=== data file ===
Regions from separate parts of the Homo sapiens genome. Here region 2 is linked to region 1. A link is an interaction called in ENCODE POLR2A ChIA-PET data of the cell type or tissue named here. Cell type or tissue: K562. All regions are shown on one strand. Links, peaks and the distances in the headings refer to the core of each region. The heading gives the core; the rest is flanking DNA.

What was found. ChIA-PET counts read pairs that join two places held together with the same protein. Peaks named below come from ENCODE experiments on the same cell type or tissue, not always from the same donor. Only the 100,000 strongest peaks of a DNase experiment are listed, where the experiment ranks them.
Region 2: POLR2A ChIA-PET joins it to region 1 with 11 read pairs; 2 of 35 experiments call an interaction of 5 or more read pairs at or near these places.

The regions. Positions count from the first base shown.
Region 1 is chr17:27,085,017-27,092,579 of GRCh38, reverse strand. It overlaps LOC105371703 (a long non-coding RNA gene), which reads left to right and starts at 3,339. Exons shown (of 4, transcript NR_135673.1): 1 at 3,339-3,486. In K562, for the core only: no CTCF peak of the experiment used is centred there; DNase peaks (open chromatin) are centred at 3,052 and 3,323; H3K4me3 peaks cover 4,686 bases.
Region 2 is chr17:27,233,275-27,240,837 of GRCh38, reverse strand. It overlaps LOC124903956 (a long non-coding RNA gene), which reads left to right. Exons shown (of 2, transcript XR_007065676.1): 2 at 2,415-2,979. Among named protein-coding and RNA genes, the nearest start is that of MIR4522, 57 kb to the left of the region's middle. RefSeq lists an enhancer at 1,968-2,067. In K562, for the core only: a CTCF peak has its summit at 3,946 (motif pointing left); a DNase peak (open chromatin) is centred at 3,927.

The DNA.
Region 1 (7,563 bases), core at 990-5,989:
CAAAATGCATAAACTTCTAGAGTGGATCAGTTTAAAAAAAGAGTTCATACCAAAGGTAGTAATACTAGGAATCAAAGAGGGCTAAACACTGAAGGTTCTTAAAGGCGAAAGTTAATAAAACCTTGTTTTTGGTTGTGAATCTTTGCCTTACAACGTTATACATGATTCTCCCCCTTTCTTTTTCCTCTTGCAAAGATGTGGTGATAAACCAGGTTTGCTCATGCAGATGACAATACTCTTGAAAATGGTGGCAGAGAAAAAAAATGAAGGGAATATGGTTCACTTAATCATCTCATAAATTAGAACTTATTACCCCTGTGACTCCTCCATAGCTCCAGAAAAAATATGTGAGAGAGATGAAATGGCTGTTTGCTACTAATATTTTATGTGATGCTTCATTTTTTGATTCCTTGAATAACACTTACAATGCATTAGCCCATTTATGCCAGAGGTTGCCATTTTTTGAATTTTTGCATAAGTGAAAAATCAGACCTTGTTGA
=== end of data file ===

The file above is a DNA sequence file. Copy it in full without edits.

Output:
Regions from separate parts of the Homo sapiens genome. Here region 2 is linked to region 1. A link is an interaction called in ENCODE POLR2A ChIA-PET data of the cell type or tissue named here. Cell type or tissue: K562. All regions are shown on one strand. Links, peaks and the distances in the headings refer to the core of each region. The heading gives the core; the rest is flanking DNA.

What was found. ChIA-PET counts read pairs that join two places held together with the same protein. Peaks named below come from ENCODE experiments on the same cell type or tissue, not always from the same donor. Only the 100,000 strongest peaks of a DNase experiment are listed, where the experiment ranks them.
Region 2: POLR2A ChIA-PET joins it to region 1 with 11 read pairs; 2 of 35 experiments call an interaction of 5 or more read pairs at or near these places.

The regions. Positions count from the first base shown.
Region 1 is chr17:27,085,017-27,092,579 of GRCh38, reverse strand. It overlaps LOC105371703 (a long non-coding RNA gene), which reads left to right and starts at 3,339. Exons shown (of 4, transcript NR_135673.1): 1 at 3,339-3,486. In K562, for the core only: no CTCF peak of the experiment used is centred there; DNase peaks (open chromatin) are centred at 3,052 and 3,323; H3K4me3 peaks cover 4,686 bases.
Region 2 is chr17:27,233,275-27,240,837 of GRCh38, reverse strand. It overlaps LOC124903956 (a long non-coding RNA gene), which reads left to right. Exons shown (of 2, transcript XR_007065676.1): 2 at 2,415-2,979. Among named protein-coding and RNA genes, the nearest start is that of MIR4522, 57 kb to the left of the region's middle. RefSeq lists an enhancer at 1,968-2,067. In K562, for the core only: a CTCF peak has its summit at 3,946 (motif pointing left); a DNase peak (open chromatin) is centred at 3,927.

The DNA.
Region 1 (7,563 bases), core at 990-5,989:
CAAAATGCATAAACTTCTAGAGTGGATCAGTTTAAAAAAAGAGTTCATACCAAAGGTAGTAATACTAGGAATCAAAGAGGGCTAAACACTGAAGGTTCTTAAAGGCGAAAGTTAATAAAACCTTGTTTTTGGTTGTGAATCTTTGCCTTACAACGTTATACATGATTCTCCCCCTTTCTTTTTCCTCTTGCAAAGATGTGGTGATAAACCAGGTTTGCTCATGCAGATGACAATACTCTTGAAAATGGTGGCAGAGAAAAAAAATGAAGGGAATATGGTTCACTTAATCATCTCATAAATTAGAACTTATTACCCCTGTGACTCCTCCATAGCTCCAGAAAAAATATGTGAGAGAGATGAAATGGCTGTTTGCTACTAATATTTTATGTGATGCTTCATTTTTTGATTCCTTGAATAACACTTACAATGCATTAGCCCATTTATGCCAGAGGTTGCCATTTTTTGAATTTTTGCATAAGTGAAAAATCAGACCTTGTTGA